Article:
Sexuality and social justice in africa
Sexuality and Social Justice in Africa: Rethinking Homophobia and Forging Resistance by Marc EpprechtThe persecution of people in Africa on the basis of their assumed or perceived homosexual orientation has received considerable coverage in the popular media in recent years. Gay-bashing by high political and religious figures in Zimbabwe and Gambia; draconian new laws against lesbians and gays and their supporters in Malawi, Nigeria, Uganda; the imprisonment and extortion of gay men in Senegal and Cameroon; and so-called corrective rapes of lesbians in South Africa have all rightly sparked international condemnation. However, much of the analysis thus far has been highly critical of African leadership and culture without considering local nuances, historical factors and external influences that are contributing to the problem. Such commentary also overlooks grounds for optimism in the struggle for sexual rights and justice in Africa, not just for sexual minorities but for the majority population as well.
Based on pioneering research on the history of homosexualities and engagement with current lgbti and HIV/AIDS activism, Mark Epprecht provides a sympathetic overview of the issues at play, and a hopeful outlook on the potential of sexual rights for all.
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The adversaries of African lesbian, gay, bisexual, trans and intersex people are diverse and they collude in unexpected ways. African nationalist leaders, fossilized into autocrats, say nasty things about them before embarking on austerity programmes or land-grabs. Ambitious African archbishops and imams team up with parliamentarians, cops and judges who want to jail or hang people who are sexually different. Rapists want to rape them, and call rape a cure for homosexuality. Assailed so bewilderingly from so many directions, you would think that lgbti people the lower-case acronym preferred by Marc Epprecht, the author of this book need helpful, capable friends. Yet many of their supporters — particularly in the west — appear capable rather than helpful. They look for black-and-white narratives of gay victimhood or heroic resistance.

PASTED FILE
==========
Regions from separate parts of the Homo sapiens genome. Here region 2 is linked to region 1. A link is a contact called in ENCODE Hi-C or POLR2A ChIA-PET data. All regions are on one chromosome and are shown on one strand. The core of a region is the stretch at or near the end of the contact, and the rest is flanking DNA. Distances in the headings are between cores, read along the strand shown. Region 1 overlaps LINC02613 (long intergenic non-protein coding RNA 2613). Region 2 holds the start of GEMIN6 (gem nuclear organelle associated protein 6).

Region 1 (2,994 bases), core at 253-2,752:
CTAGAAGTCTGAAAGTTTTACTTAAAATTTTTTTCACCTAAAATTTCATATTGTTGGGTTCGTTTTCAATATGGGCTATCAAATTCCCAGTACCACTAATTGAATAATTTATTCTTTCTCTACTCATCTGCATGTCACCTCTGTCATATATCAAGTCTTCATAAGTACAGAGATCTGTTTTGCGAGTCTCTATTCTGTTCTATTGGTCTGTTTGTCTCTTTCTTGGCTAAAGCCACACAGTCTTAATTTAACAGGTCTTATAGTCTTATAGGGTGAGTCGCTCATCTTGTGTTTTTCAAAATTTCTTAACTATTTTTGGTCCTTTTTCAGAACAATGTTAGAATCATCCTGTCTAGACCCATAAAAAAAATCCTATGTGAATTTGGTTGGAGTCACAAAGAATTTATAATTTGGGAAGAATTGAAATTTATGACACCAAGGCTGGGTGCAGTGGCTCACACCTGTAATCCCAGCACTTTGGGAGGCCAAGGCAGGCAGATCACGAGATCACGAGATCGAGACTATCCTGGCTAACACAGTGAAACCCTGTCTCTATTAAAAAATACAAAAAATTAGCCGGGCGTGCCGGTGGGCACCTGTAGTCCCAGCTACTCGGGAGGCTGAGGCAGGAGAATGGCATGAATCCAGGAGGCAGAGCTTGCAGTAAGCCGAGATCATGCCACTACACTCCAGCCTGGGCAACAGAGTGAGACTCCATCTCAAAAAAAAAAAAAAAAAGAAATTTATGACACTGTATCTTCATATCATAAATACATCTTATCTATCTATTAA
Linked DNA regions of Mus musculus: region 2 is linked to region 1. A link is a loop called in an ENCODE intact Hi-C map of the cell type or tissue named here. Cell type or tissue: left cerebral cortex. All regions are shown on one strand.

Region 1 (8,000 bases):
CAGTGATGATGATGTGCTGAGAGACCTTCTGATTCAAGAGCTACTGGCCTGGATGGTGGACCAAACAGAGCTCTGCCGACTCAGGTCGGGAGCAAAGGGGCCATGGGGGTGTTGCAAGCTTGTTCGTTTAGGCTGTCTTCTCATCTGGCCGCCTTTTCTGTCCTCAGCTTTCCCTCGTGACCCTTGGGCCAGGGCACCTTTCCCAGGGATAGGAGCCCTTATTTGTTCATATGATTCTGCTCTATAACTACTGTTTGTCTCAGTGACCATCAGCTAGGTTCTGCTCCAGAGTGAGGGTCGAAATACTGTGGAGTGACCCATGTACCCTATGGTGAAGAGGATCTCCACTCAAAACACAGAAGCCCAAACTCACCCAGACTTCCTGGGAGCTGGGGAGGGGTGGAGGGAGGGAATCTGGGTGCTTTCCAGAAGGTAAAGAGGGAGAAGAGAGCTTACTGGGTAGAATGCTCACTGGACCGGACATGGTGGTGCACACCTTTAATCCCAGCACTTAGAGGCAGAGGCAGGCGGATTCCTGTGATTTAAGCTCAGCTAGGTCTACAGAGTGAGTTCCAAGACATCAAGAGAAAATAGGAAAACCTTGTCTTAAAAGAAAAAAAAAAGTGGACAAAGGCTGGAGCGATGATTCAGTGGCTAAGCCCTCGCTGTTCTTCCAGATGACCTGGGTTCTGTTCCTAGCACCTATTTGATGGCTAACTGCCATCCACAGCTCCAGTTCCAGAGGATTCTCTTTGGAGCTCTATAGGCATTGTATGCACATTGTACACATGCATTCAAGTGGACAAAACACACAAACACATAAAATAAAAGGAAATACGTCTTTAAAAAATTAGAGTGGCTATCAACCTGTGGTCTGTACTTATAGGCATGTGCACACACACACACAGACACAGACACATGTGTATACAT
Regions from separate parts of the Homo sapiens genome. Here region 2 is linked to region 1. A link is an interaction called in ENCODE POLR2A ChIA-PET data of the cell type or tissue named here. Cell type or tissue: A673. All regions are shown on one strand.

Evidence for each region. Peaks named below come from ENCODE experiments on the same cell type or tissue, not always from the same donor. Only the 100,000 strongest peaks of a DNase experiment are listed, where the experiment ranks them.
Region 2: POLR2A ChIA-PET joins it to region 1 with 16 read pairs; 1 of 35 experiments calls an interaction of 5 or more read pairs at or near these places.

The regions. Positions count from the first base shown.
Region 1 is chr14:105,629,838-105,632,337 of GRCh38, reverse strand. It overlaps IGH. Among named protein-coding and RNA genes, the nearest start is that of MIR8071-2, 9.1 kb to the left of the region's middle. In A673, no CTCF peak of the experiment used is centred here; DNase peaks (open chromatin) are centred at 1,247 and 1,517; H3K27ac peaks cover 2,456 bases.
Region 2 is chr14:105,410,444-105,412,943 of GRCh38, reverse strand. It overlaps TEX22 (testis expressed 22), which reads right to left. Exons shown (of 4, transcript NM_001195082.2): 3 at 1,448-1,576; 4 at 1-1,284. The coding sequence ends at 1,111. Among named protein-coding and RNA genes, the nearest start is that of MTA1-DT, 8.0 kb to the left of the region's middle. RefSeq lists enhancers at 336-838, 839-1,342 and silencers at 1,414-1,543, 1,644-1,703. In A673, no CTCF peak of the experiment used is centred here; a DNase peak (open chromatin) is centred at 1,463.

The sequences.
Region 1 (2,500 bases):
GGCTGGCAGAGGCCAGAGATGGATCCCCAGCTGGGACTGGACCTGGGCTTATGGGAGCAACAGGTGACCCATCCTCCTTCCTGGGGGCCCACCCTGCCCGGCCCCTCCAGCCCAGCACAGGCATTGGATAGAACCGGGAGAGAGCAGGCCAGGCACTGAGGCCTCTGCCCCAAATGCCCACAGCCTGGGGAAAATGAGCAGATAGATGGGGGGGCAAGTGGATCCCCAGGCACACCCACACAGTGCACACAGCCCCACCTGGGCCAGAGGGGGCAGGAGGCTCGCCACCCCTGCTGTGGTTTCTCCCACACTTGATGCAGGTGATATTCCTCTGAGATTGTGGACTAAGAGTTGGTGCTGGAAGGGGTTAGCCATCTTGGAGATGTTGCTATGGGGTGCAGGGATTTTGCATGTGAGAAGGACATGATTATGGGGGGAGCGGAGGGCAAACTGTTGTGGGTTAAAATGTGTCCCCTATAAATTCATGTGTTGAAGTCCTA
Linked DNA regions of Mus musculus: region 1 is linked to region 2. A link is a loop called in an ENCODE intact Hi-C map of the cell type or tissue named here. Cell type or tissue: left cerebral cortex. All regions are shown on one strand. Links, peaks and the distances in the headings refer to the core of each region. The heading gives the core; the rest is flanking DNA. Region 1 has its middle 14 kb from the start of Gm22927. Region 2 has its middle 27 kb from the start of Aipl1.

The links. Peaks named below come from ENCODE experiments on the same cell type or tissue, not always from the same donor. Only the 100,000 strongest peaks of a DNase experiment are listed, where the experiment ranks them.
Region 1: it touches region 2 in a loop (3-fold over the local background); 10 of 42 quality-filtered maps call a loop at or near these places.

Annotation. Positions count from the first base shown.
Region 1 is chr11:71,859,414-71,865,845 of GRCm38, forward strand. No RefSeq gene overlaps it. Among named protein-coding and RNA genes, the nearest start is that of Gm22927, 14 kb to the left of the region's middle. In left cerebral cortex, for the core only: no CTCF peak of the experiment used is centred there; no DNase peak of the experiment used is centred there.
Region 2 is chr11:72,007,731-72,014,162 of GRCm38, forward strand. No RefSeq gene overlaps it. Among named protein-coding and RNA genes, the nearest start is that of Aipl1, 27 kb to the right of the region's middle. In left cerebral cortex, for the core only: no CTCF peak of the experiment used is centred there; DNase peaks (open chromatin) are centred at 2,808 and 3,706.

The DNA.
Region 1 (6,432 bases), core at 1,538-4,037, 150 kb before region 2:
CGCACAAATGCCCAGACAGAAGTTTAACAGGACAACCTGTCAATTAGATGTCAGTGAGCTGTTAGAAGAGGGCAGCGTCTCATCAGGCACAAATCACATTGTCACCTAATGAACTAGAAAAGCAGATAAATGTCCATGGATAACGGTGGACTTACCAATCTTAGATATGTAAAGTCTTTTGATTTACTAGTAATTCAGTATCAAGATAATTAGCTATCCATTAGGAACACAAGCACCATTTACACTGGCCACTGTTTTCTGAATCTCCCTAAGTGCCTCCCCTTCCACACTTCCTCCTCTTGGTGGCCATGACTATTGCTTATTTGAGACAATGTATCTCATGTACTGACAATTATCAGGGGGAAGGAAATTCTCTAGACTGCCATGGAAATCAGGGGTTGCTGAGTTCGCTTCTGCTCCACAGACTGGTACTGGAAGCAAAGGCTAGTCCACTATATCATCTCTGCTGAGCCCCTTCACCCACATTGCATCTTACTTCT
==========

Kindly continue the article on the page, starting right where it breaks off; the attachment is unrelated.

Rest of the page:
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Heike I. Schmidt, Sexuality and social justice in Africa: rethinking homophobia and forging resistance., The persecution of people in Africa on the basis of their assumed or perceived homosexual orientation has received considerable coverage in the popular media in recent years.
African lesbian, gay, bisexual, transgender, intersex, and queer LGBTIQ organizations face various strategic dilemmas in contexts characterized by political hostility to gender and sexual dissidents. Scholars interpret these approaches as signifying differential political engagement among organizations, with the social-justice approach indicating political engagement and the public-health approach signaling political disengagement. This difference has led critics to argue that a public-health approach is poorly suited to generating social and legal reform because it de-politicizes LGBTIQ issues over time, while a social-justice approach exerts constant pressure on political and religious elites. We argue for an understanding of the indigenous development of a hybrid strategy integrating the public-health and social-justice approaches. For twenty years, since Zimbabwean President Robert Mugabe infamously rebuked lesbian and gay activists, observers in Africa and elsewhere in the world have tracked the efflorescence of political homophobia in varied African nations Engelke ; Hoad ; van Klinken News coverage of political homophobia in Africa highlights how the escalation of prejudice against homosexuals in a country like Uganda mirrors events in other African nations Gettleman , A4.